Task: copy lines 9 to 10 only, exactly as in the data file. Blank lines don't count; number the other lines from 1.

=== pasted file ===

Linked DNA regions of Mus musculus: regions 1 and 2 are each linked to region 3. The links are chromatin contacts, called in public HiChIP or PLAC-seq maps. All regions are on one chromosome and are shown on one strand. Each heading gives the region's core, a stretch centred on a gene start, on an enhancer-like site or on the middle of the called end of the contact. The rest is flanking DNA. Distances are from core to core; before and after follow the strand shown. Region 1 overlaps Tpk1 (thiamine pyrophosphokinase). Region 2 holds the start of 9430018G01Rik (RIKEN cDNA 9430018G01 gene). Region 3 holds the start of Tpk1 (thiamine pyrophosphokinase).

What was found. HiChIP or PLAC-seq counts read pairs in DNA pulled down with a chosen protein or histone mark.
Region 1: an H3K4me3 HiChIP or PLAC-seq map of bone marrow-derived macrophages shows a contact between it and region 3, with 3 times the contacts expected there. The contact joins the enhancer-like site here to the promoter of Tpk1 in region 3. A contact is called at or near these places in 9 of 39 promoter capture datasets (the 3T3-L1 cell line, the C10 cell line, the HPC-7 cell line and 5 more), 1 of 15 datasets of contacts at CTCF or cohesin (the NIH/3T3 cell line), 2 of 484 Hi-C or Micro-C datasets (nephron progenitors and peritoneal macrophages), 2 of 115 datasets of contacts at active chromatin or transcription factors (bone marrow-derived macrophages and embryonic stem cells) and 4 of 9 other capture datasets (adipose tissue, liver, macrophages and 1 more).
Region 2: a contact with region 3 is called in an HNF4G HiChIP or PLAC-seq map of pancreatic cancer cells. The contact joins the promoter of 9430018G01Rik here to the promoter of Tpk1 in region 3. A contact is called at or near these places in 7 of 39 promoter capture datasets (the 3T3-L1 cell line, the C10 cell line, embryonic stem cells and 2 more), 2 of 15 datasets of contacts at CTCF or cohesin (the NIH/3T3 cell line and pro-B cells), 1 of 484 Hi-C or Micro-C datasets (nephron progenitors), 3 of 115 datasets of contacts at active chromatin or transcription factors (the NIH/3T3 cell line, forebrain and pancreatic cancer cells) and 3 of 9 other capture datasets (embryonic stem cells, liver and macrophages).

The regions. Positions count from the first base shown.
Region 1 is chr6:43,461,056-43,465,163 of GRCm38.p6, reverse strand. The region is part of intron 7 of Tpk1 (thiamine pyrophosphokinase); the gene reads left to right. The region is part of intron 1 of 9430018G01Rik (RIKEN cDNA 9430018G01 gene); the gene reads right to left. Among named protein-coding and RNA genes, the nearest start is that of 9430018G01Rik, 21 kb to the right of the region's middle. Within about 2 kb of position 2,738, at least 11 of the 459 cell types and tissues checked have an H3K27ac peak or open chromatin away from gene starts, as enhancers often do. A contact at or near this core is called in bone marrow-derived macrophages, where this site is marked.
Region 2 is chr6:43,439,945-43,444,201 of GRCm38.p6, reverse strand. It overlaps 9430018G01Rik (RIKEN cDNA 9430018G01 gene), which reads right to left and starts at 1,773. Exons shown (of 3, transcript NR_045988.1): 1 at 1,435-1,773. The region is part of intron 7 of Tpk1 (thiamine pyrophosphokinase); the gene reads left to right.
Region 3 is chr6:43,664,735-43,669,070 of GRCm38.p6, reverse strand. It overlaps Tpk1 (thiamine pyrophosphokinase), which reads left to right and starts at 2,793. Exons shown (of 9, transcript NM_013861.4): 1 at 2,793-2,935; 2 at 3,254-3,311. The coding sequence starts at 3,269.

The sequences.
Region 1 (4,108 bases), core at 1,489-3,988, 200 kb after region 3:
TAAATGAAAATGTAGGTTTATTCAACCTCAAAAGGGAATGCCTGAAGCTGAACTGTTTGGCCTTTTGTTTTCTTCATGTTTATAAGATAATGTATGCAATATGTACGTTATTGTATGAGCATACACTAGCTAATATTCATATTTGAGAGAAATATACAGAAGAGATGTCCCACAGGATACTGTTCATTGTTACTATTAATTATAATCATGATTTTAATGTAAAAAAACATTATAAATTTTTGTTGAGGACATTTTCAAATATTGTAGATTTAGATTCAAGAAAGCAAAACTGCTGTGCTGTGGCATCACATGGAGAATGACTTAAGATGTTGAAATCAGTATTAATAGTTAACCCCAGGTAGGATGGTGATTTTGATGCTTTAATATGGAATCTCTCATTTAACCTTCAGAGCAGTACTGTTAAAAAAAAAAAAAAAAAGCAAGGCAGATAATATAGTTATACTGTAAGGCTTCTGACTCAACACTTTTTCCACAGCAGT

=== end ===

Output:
The sequences.
Region 1 (4,108 bases), core at 1,489-3,988, 200 kb after region 3: